Electric Review

Culture & Criticism Since 2003

Shotgun Rider: 15 Minutes With Bob Dylan’s Long-Time Friend, Louie Kemp

Bob Dylan and Louie Kemp in adjoining phone booths on the road during the Rolling Thunder Tour, 1975. Photo courtesy of Louie Kemp.

Louie Kemp made his career mark in the world in the commercial fishing industry, first taking over his father’s business and later expanding it with the Louis Kemp Seafood Company, an endeavor which catapulted imitation crab to the mainstream market. But long before he became the King Of Crab, Kemp was Bobby Zimmerman’s number one running mate. He met Zimmerman (who later changed his name to Bob Dylan) back in the early 1950s during their preteen years. Both boys were from Minnesota, and they immediately fostered a friendship that spanned decades. Even though Dylan would quickly become a legend in the worlds of both music and poetry, he never lost his connection to Kemp. Eventually, Dylan asked Kemp on tour with him, making him producer for his famed 1975 traveling carnival known as the Rolling Thunder Revue. Now, after some 40 years, Kemp has finally published a memoir about his days with his famous friend. Dylan & Me (reviewed here) has just hit the shelves and it serves as a poignant series of recollections that tell a part of Bobby Zimmerman’s quest for spiritual fulfillment through the eyes of one of his most valued friends. In sum, Dylan trusted Kemp to discuss the concept of faith with him, and the reason for this is likely born in how forcefully Kemp (regarded as the “Father” of Aish Ha Torah’s Discovery Program and the founder of Chabad of Pacific Palisades, California) is able to discuss his own belief systems and his relationship with God.

The Electric Review was fortunate to be granted the opportunity to sit down with Kemp on September 3, 2019 to discuss his book and the impact his friendship with Dylan has had on his life. The interview follows.

Tell me about your background, and specifically, what it was like growing up in Minnesota.

Well, I came from a middle-class family in Duluth. We were in the fish business there. I think growing up in Minnesota was good. At least for me. I grew with Midwestern values. There are decent hard-working people there. Value-based. And that’s a good environment for a kid when he’s growing up.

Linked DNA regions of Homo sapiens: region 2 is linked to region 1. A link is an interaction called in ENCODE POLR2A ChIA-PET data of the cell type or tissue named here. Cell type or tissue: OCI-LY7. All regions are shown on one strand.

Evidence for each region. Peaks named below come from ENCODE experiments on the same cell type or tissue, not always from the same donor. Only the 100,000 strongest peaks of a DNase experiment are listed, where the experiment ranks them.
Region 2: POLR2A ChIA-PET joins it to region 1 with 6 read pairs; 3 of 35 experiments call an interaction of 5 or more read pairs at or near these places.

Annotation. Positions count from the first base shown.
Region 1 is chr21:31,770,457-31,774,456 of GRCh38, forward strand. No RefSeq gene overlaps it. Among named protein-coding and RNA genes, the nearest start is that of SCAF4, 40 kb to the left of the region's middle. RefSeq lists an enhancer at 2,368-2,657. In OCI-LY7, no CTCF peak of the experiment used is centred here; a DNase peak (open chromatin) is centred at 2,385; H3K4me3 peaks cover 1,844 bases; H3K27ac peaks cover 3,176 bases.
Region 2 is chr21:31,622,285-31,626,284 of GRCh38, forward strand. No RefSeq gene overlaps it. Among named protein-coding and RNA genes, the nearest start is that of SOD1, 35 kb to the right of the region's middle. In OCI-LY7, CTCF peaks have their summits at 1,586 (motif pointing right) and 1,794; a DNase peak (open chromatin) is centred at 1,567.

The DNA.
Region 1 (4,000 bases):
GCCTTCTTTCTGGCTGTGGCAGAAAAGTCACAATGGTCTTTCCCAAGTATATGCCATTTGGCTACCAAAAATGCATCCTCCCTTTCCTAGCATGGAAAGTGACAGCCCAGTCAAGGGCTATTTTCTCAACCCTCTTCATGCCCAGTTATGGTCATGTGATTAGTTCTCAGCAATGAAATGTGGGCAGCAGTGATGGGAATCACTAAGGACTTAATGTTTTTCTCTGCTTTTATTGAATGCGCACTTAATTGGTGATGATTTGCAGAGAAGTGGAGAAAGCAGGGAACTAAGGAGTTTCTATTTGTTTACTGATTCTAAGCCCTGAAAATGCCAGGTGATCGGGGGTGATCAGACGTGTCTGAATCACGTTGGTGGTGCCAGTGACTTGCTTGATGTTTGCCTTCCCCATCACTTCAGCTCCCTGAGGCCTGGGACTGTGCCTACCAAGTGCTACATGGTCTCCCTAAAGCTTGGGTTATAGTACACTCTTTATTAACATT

So what are ‘Midwestern values?’ Can you give me an example of them and how this region differs from other regions in the country?

When we were young kids growing up in Northern Minnesota, in the North Country, people were hard working and honest. Back in Duluth in those days, you didn’t even have to lock your doors – we trusted each other, we helped each other. Doctors made house calls and teachers cared about their students. People back there were cut from a different cloth. They were doers, not complainers. And our safe zones were the ones we created in our minds and hearts. That’s where we found strength and inner peace, and we shared it with our family and our friends.

I imagine a big piece of a person’s life is shaped by the landscape and climate back there…

Yes, the winters were very cold – sometimes minus 20-30 degrees, and much colder with wind-chill. Sometimes we would have blizzards, with feet of snow piled up, but we would still go to school and to work. And when we were kids we would bundle up and go out and play. Back then, people were hardy and strong of character. I really noticed [how different we were] when I moved to LA. In LA, if it rained and the temperature got down to the low 50s, people complained. When it got that warm in Duluth ,we put down the tops on our convertibles! But believe me, complainers and sissies can’t make it back there. They have to move elsewhere…

What was your driving motivation to write Dylan & Me?

The real motivation came from a friend of mine – Tzvi Small. Tzvi was once a producer for the Grammies. And he knew a lot of my stories. He would always tell me “those stories are great you need to put them in a book!” I would say “yeah yeah yeah” but never intended to to write any book. And then Tzvi ended up with stage-four lung cancer. I used to visit him in the hospital all the time. And during one of these visits he made me promise to do the book. It was heartbreaking to see him like that, really, and I couldn’t refuse him. I made a promise to Tzvi to do it, and I kept my promise.